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Canada and the European Union announced a deal on Thursday to stop their trade disputes falling into limbo at the World Trade Organization, where a U.S. block on appointments of judges will paralyze the world’s top trade court from December.

The agreement aims to ensure that if Canada launches a trade dispute against the EU, or vice-versa, they can be sure that the case can be adjudicated, appealed and settled in a ruling that both sides will respect as binding and final.

Such final rulings are widely seen as vital to tackling trade protectionism and supporting business confidence, and trade negotiators know that deals struck at the WTO will become part of a rule book that has some teeth.

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But under President Donald Trump, the United States has held up all appointments to the WTO’s Appellate Body, which makes final rulings in trade disputes, and the WTO is set to run short of judges from Dec. 11, 2019.

Without an appeals process, trade disputes brought to the WTO risk going into legal limbo, rendering it useless as a place to enforce agreements.

The United States says the Appellate Body has a history of ignoring procedural rules and overstepping its own mandate, but critics say Trump is imperilling the global trade system because he wants to destroy an organization that can overrule U.S. law.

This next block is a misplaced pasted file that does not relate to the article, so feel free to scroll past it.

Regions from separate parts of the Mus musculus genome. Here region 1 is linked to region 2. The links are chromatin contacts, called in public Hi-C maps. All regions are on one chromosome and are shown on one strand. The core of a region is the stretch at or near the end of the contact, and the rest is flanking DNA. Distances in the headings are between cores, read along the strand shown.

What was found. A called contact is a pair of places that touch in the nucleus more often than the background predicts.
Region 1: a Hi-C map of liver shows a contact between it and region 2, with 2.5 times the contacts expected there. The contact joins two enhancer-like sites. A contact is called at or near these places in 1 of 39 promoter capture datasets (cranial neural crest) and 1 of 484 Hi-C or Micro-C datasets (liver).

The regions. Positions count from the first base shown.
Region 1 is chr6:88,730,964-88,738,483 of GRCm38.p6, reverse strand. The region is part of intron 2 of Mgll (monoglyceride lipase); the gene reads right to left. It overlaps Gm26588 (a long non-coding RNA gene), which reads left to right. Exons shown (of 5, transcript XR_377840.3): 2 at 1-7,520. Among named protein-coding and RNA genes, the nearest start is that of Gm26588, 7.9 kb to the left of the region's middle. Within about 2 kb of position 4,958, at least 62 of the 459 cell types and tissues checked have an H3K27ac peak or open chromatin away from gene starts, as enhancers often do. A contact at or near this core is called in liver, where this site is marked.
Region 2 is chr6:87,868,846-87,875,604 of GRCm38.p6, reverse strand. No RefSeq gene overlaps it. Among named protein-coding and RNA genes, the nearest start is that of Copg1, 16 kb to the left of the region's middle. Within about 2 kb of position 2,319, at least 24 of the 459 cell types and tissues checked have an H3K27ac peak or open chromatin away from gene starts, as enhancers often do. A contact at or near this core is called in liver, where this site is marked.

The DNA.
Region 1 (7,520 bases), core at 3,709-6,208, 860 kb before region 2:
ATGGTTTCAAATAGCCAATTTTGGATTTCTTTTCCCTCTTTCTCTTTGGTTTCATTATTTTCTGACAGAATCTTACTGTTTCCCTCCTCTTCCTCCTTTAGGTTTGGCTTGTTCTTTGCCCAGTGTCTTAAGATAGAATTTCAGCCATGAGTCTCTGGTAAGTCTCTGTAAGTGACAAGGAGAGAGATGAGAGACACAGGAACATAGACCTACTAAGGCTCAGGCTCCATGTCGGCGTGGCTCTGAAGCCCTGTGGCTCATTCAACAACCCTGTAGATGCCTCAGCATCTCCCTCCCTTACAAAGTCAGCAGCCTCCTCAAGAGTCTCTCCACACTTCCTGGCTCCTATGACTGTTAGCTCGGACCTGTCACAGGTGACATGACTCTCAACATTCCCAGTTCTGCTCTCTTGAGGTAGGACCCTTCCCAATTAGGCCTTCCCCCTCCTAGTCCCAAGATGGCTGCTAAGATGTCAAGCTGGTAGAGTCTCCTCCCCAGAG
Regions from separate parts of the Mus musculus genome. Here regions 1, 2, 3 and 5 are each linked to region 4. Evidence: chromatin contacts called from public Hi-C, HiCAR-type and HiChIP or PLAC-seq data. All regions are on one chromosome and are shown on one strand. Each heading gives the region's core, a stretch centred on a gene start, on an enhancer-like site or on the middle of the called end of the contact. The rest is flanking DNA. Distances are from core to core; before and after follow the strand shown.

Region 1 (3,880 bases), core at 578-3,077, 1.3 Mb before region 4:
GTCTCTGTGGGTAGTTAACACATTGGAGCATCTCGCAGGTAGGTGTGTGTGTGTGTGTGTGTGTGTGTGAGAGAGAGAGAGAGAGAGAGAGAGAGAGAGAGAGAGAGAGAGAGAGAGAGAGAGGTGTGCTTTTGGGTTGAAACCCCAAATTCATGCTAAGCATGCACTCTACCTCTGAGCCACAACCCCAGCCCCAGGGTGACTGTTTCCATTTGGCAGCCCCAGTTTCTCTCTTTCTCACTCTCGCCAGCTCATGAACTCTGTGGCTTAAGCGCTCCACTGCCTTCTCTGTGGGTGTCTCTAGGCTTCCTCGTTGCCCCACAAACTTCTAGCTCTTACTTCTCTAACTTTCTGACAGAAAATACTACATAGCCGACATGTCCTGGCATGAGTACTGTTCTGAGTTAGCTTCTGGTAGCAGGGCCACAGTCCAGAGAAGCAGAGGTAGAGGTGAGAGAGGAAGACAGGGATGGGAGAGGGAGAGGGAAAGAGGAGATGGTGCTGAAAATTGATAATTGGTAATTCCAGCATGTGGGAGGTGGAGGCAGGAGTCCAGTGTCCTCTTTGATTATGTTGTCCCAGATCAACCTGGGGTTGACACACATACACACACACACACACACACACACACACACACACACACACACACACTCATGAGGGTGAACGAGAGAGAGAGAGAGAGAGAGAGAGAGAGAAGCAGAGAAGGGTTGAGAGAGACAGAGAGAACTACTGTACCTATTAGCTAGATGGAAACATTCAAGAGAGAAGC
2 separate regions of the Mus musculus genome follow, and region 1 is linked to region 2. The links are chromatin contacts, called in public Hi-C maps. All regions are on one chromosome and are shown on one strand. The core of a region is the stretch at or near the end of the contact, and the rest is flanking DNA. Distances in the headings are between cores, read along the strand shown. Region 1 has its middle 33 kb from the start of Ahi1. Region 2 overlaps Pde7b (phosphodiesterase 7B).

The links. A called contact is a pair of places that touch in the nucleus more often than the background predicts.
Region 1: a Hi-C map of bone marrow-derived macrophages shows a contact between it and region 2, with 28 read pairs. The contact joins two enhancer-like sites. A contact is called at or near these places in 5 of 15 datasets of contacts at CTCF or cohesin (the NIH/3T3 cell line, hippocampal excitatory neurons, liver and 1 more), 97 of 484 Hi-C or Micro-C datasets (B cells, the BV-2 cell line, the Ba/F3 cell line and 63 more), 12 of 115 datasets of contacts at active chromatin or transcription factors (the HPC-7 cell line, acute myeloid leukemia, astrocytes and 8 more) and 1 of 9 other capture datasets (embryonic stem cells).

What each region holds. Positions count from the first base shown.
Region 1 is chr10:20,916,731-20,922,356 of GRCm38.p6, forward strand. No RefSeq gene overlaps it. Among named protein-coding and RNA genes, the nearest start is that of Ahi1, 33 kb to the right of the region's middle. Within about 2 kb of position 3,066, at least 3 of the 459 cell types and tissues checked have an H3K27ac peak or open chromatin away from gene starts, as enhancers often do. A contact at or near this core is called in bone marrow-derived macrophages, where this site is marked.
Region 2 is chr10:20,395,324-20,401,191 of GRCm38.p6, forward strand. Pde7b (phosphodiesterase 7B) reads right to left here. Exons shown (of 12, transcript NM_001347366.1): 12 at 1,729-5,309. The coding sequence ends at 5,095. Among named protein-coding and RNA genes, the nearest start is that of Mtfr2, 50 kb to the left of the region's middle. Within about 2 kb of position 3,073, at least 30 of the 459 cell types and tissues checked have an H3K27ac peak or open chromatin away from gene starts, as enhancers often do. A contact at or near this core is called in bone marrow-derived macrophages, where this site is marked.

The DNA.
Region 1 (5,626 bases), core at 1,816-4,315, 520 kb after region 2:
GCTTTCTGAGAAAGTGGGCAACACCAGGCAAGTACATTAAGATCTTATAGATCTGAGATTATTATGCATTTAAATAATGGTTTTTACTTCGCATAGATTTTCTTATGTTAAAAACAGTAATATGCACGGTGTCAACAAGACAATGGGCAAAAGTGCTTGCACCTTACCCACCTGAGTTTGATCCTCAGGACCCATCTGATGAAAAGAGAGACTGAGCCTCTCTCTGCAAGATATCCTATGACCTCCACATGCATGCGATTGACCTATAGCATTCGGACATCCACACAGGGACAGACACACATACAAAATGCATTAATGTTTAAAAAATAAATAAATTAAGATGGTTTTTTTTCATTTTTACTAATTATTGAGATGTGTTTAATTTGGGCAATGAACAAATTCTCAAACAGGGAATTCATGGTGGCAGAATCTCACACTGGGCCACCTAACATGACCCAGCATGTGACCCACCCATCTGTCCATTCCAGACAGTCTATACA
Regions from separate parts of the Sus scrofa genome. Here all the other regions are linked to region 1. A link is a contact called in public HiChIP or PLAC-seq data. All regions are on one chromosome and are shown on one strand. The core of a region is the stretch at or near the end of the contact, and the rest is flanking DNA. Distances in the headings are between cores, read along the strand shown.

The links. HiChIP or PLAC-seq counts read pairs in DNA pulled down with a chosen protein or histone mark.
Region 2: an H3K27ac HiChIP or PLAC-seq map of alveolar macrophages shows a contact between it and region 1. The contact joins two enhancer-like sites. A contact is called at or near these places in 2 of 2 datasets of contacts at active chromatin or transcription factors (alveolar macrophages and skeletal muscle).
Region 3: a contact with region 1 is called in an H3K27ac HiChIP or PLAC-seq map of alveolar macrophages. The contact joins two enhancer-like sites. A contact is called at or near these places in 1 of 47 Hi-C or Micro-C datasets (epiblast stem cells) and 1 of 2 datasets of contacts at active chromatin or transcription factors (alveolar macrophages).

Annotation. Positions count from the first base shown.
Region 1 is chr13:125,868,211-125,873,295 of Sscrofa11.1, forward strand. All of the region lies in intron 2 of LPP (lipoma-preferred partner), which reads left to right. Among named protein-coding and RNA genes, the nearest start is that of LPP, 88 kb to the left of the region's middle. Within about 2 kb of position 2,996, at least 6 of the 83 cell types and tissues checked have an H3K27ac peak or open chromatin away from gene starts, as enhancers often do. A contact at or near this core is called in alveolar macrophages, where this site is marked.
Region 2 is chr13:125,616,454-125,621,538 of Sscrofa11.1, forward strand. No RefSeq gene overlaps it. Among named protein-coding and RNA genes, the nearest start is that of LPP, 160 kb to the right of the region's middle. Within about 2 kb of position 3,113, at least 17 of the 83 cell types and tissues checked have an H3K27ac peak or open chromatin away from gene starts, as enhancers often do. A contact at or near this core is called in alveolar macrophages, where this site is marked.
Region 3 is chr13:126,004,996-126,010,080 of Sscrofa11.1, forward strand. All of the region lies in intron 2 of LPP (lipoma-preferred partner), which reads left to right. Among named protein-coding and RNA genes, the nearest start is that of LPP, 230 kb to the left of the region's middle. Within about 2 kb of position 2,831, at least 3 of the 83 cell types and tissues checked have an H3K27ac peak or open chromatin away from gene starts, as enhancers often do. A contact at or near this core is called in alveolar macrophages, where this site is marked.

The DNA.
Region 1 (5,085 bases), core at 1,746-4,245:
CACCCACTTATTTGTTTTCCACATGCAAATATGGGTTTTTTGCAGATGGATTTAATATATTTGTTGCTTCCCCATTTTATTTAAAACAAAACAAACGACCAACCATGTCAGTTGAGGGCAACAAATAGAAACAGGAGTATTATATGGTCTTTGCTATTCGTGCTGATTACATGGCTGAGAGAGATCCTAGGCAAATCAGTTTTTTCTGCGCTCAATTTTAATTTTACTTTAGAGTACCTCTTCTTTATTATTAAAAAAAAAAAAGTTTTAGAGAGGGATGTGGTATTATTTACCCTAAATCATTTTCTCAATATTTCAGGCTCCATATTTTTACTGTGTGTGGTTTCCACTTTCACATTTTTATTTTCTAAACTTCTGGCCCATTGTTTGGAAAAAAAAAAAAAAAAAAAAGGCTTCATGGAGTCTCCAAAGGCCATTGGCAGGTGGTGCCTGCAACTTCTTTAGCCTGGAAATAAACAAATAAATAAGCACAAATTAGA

The Canada-EU agreement uses the WTO’s arbitration rules to replicate the Appellate Body as closely as possible, with former WTO judges hearing cases.

“The parties agree to abide by the arbitration award, which shall be final,” their bilateral agreement said.

The text of the deal said they had been prompted to act by extraordinary circumstances and utmost concern about the failure to fill judicial vacancies.

It is intended to be temporary and to last until the Appellate Body is restocked with judges. The United States has repeatedly said that it will not allow appointments because its concerns remain unaddressed, although 114 WTO members have petitioned it to do so.

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The EU and Canada are expected to try to agree similar workaround arrangements with other WTO members such as China, India and Brazil, to ensure they can continue to rely on binding dispute settlement in future.

But some countries may prefer another method of avoiding legal limbo: by agreeing not to appeal.

Some trade experts think the United States, freed from binding judgments, could revert to a pre-WTO style of settling trade disputes, using diplomatic muscle to negotiate a solution rather than relying on judges in Geneva.

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